Well, it’s about that time. The unofficial start to the summer season. Typically, Memorial Day, in the weather-world, signifies the end of Meteorological Spring and the beginning of Meteorological Summer (Which begins on June 1). This summer will arguably be much different than any other summer we’ve experienced due to a global Pandemic. It’s still weird to say.

The past few days have been wild in terms of severe weather, we’ve had multiple tornado reports, multiple large-hail reports and a decent amount of rain in select areas. That hit–or-miss style to the storms is going away though.

So, Memorial Day is here and what do people do on a long holiday weekend? Well, they get outside of course. Please be respectful of the rules and limitations that are in place right now in your local area. However, people will be out and about in all parts of the state and we have everything from strong storms, to strong winds, to snow coming to areas of Colorado this weekend.

First, the Setup

The Upper Level Setup Through Monday

Way up high in the middle of the atmosphere our main wind current is flowing along. This is depicted in the image above. Troughs are associated with cloud cover and cooler temperatures – like a low pressure system (think cold fronts, hurricanes, etc.). Underneath that large scale flow, are smaller details that enhance the effects of the trough (think other/smaller low pressure systems, dry lines, sea breezes, topography, etc). As we head towards Saturday, Sunday and Monday several of these features will come together to give up a not-so-great weather setup.

Break it Down Some More

Essentially, an area of low pressure currently over Wyoming, will intensify in Eastern Colorado and bring the chance for thunderstorms to the area. Some of which could be severe – those are expected more towards the NE Colorado Plains. Then we have a cold front coming in from the north on Saturday evening that is going to bring in colder and wetter air. That is going to be where our moisture comes from through Sunday. We have another bout of northeasterly winds coming Sunday evening resulting in an upslope-type event.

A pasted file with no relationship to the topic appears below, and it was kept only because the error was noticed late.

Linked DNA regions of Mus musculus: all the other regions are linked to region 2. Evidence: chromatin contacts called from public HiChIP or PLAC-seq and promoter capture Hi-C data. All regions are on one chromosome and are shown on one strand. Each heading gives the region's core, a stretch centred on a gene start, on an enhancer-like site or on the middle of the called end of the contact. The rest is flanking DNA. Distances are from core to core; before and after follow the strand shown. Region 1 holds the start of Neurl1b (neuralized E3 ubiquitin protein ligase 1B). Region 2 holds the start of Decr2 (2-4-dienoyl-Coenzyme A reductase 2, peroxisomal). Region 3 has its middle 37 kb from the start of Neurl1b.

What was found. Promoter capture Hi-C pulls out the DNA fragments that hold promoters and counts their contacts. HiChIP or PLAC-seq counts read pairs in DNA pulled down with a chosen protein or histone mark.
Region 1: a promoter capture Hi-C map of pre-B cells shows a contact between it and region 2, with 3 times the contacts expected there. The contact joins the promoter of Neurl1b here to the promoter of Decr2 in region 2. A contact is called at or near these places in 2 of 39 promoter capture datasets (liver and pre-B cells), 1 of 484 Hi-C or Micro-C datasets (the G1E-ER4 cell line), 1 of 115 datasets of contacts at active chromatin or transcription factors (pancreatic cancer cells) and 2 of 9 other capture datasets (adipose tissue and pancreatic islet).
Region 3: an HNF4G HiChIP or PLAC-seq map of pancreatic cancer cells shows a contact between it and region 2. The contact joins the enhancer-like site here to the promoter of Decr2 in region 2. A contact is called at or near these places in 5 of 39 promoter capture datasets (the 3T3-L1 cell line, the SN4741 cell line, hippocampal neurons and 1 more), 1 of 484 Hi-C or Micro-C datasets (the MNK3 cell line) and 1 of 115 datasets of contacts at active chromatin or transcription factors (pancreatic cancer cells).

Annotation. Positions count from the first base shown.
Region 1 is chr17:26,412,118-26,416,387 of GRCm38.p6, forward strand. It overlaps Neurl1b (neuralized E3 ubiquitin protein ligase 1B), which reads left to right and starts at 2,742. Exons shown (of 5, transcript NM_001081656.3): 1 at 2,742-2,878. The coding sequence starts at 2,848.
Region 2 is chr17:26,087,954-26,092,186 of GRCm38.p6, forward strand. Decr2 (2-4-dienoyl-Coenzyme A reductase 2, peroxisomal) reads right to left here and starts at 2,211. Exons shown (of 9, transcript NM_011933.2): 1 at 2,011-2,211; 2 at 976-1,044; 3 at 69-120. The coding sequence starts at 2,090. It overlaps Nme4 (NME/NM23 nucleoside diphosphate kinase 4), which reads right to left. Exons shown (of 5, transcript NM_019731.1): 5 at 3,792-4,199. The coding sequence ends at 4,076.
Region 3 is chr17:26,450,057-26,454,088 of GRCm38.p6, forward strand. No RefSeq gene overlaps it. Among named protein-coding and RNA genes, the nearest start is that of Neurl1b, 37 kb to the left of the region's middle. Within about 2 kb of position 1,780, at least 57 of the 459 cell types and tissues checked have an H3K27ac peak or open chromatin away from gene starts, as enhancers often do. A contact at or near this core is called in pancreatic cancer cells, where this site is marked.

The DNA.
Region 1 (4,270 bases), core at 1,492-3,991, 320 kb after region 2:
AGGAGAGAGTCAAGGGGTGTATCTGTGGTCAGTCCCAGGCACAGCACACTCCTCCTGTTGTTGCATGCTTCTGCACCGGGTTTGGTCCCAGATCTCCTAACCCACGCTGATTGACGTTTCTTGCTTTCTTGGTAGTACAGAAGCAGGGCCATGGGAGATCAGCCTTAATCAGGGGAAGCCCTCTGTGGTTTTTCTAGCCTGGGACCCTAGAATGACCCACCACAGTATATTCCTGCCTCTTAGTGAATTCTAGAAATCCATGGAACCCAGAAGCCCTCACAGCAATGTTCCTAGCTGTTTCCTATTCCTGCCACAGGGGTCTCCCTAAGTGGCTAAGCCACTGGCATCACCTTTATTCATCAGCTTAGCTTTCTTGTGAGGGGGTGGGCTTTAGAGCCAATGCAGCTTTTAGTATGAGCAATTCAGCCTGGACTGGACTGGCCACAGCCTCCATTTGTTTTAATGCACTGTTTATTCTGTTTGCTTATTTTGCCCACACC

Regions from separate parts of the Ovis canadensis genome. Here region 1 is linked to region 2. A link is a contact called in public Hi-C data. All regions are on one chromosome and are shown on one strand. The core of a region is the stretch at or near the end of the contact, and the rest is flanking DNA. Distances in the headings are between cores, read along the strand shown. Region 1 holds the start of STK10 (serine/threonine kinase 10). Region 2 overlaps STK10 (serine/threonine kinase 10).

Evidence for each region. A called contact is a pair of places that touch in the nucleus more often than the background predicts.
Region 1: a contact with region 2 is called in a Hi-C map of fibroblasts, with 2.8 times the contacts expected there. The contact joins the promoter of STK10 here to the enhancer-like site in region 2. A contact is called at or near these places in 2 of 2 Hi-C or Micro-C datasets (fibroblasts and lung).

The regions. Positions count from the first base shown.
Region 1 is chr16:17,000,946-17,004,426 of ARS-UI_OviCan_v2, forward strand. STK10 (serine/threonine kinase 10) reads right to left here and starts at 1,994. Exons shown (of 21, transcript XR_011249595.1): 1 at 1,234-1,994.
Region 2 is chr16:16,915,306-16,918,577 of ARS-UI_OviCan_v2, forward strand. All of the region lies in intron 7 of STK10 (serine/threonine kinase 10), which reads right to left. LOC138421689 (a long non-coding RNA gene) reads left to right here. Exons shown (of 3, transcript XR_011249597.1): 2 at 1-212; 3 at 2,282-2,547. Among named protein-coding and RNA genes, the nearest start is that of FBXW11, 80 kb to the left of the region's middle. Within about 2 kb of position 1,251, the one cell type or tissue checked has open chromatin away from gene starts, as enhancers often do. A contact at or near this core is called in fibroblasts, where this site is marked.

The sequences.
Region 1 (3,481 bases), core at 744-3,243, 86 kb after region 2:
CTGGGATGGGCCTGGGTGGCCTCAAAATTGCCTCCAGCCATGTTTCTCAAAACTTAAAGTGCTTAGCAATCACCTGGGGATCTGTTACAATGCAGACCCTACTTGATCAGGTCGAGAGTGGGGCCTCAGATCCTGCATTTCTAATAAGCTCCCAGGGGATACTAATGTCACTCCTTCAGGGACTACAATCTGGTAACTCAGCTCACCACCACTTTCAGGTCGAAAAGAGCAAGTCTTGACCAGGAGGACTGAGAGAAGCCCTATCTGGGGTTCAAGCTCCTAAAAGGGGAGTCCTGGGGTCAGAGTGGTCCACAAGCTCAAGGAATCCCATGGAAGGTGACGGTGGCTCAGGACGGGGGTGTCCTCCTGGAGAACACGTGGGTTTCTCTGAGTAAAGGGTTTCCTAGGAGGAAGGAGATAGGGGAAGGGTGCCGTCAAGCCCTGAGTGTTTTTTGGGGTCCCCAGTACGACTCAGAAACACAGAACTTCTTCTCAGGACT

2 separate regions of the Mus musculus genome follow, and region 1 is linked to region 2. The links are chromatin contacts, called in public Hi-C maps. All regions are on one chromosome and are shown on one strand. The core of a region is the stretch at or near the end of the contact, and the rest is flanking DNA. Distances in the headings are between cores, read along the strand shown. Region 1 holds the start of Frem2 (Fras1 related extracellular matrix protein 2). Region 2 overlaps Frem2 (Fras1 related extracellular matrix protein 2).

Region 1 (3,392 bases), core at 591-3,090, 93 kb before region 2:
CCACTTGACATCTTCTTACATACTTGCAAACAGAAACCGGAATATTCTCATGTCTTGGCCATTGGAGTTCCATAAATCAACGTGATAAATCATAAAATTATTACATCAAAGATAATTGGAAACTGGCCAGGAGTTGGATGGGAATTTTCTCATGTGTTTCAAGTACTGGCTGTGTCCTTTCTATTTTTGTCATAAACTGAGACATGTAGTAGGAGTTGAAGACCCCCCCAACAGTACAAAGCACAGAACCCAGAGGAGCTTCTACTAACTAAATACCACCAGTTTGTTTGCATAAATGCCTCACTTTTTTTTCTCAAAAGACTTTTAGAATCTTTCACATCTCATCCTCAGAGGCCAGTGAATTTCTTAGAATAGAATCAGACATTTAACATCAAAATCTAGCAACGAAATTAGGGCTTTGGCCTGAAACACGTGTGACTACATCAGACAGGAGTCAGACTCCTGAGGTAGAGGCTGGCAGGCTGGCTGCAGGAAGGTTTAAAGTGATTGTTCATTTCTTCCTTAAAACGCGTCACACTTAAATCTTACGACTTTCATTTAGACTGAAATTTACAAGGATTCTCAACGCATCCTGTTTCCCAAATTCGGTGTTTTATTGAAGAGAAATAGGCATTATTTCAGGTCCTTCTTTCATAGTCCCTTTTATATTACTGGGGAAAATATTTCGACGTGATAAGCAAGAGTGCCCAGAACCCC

This secondary push of air should result in widespread rain and storms for the Denver Metro through Sunday night and into Monday morning before skies start to clear in the afternoon.

So, where is it Going to Rain?

Along the Eastern Plains. From Fort Collins to Boulder to Denver to Colorado Springs to Pueblo – there is a solid chance as seeing accumulating (> 0.10″ of an inch of rain). The further east on the Plains you go, the less of a chance of rain you’ll have.

Rain Totals through Monday:
Fort Collins – A general consensus among models is for 0.25 – 0.75″ of rain
Denver – Models are slight higher in terms of precip. totals in the Metro – 0.50″ – 1.25″
Colorado Springs – Same here, a decent rain maker coming – 0.50″ – 1.00″
Pueblo – Good news for areas near Pueblo as its looking like 0.25″ – 0.75″ of rain is coming
Grand Junction – the Western Slope will remain rather dry this weekend – less than .10″ expected
Silverthorne – 0.50″ – 1.00″ expected in the North Central mountains below 10,000′
Gunnison – not as much rain expected here but still some cool showers around – 0.10″ – 0.25″

Where to Expect Rain and Snow this Weekend

Snow?! In Late May?

Yupp! A late-season snow is about to hit the Rockies. It really not that uncommon but it does seem a little shocking since we haven’t heard the “s” word in a while. Thanks to colder air coming and moisture, the setup is looking decent for some to have several inches of snow coming. Mind you, this will mainly occur above 10,000 feet but if you’re anywhere between 7,000-9,500 feet, there will likely be a cold rain which is no fun to be in for a camping trip.

Snow Totals through Monday
Loveland/Berthoud/Kenosha Pass – Probably expecting the most snow this weekend – 3-6″
Monarch/Cottonwood/Kebler/Independence Pass – 2-4″
Cameron Pass – 2-6″
Red Mountain/Molas/Slumgullion Pass – < 2″

Mainly, the will be a central and northern mountain storm. Unfortunately for the San Juan mountains, it’s not looking like a drought reliever for them.

NO FIRES THIS WEEKEND

Fire Danger this Weekend

Although I’ve been talking about moisture, moisture, moisture – the reality is that not everyone will see great moisture. If there is fire danger in your area, please do not start a camp fire. If one starts, it has the possibility of rapidly going out of control due to the winds that are expected. This is expected through Saturday but in certain areas this will continue through next week. Be considerate

~ Rain or Shine
I’m Andy Stein

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